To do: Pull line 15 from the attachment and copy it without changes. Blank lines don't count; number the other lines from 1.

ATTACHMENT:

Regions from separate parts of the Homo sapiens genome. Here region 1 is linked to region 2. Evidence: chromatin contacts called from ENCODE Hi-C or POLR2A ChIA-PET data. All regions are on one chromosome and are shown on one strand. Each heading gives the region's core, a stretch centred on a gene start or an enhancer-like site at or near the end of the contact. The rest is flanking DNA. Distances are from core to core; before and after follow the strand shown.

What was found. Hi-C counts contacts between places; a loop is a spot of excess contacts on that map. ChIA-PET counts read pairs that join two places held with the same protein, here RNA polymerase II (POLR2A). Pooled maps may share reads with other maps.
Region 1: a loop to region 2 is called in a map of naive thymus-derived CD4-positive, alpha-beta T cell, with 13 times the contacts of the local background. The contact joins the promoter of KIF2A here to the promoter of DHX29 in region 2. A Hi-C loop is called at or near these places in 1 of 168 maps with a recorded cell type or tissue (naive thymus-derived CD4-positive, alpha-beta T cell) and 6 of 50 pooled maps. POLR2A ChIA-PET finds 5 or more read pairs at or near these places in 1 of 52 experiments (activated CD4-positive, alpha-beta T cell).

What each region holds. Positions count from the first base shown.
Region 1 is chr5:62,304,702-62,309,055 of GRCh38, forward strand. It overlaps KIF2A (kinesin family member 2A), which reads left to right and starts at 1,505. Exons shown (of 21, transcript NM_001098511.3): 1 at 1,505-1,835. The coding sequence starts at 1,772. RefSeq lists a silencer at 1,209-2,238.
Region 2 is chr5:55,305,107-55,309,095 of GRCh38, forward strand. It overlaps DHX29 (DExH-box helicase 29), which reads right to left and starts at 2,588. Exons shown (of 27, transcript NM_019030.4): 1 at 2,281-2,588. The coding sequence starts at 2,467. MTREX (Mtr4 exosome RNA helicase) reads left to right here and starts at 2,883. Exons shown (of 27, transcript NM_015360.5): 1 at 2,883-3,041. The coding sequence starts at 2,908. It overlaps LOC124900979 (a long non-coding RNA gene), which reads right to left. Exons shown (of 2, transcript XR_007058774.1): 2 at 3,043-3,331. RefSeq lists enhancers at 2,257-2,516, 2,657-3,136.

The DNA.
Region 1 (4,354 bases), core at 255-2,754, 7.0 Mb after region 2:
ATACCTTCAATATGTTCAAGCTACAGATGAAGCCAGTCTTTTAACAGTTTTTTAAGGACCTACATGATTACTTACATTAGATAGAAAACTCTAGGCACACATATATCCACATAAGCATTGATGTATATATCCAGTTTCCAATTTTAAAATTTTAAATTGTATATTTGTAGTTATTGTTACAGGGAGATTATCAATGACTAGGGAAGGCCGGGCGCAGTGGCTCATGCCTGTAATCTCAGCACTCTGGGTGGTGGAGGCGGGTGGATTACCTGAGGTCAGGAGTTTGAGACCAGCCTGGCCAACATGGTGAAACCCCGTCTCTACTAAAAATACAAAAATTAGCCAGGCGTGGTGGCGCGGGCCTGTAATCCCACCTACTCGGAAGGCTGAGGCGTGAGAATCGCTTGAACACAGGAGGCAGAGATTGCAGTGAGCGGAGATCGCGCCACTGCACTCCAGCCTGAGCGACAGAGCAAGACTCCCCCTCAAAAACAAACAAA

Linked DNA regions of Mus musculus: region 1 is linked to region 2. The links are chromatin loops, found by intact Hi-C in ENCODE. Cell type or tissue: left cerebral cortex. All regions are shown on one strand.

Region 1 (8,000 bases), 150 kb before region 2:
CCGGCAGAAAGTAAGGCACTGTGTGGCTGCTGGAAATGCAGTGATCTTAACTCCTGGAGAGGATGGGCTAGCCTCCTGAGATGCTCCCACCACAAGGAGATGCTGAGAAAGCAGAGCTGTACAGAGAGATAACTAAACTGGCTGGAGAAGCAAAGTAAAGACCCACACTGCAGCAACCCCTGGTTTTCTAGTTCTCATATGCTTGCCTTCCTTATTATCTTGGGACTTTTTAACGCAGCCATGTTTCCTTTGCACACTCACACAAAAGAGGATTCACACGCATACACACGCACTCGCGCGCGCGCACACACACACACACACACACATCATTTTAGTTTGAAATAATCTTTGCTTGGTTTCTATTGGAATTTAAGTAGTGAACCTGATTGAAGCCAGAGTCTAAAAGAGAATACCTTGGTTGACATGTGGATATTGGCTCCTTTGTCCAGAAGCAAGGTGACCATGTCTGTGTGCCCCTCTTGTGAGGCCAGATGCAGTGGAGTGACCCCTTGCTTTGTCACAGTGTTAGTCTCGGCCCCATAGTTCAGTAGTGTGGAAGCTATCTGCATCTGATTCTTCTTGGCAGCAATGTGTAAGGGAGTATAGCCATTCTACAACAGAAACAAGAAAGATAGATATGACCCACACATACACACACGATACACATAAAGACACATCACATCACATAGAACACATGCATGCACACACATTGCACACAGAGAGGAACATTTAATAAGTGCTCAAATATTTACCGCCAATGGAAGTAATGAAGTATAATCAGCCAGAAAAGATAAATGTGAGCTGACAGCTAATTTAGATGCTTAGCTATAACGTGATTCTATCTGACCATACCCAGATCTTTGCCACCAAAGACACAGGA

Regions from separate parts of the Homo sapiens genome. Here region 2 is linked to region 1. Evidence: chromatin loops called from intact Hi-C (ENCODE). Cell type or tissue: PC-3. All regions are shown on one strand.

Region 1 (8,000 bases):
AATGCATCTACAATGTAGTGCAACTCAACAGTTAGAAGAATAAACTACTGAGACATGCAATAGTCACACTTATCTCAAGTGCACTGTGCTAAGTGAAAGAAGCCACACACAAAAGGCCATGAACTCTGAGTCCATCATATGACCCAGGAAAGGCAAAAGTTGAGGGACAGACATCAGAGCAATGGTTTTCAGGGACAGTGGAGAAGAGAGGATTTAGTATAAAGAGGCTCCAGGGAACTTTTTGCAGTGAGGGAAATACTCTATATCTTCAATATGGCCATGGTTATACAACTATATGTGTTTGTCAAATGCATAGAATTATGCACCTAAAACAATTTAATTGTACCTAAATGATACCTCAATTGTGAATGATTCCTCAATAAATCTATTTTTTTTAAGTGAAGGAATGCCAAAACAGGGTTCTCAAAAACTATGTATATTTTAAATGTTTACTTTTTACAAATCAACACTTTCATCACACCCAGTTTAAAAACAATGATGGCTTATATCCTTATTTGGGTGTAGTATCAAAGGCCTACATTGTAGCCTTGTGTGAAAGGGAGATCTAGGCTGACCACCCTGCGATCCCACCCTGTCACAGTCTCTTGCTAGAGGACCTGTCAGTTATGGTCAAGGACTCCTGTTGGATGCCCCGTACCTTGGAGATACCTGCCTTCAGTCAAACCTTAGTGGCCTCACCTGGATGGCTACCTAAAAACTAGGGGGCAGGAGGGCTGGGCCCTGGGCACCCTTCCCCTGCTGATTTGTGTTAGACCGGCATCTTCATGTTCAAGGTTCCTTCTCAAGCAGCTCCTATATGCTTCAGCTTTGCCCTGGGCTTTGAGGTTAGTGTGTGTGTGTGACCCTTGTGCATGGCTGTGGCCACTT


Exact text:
AATGCATCTACAATGTAGTGCAACTCAACAGTTAGAAGAATAAACTACTGAGACATGCAATAGTCACACTTATCTCAAGTGCACTGTGCTAAGTGAAAGAAGCCACACACAAAAGGCCATGAACTCTGAGTCCATCATATGACCCAGGAAAGGCAAAAGTTGAGGGACAGACATCAGAGCAATGGTTTTCAGGGACAGTGGAGAAGAGAGGATTTAGTATAAAGAGGCTCCAGGGAACTTTTTGCAGTGAGGGAAATACTCTATATCTTCAATATGGCCATGGTTATACAACTATATGTGTTTGTCAAATGCATAGAATTATGCACCTAAAACAATTTAATTGTACCTAAATGATACCTCAATTGTGAATGATTCCTCAATAAATCTATTTTTTTTAAGTGAAGGAATGCCAAAACAGGGTTCTCAAAAACTATGTATATTTTAAATGTTTACTTTTTACAAATCAACACTTTCATCACACCCAGTTTAAAAACAATGATGGCTTATATCCTTATTTGGGTGTAGTATCAAAGGCCTACATTGTAGCCTTGTGTGAAAGGGAGATCTAGGCTGACCACCCTGCGATCCCACCCTGTCACAGTCTCTTGCTAGAGGACCTGTCAGTTATGGTCAAGGACTCCTGTTGGATGCCCCGTACCTTGGAGATACCTGCCTTCAGTCAAACCTTAGTGGCCTCACCTGGATGGCTACCTAAAAACTAGGGGGCAGGAGGGCTGGGCCCTGGGCACCCTTCCCCTGCTGATTTGTGTTAGACCGGCATCTTCATGTTCAAGGTTCCTTCTCAAGCAGCTCCTATATGCTTCAGCTTTGCCCTGGGCTTTGAGGTTAGTGTGTGTGTGTGACCCTTGTGCATGGCTGTGGCCACTT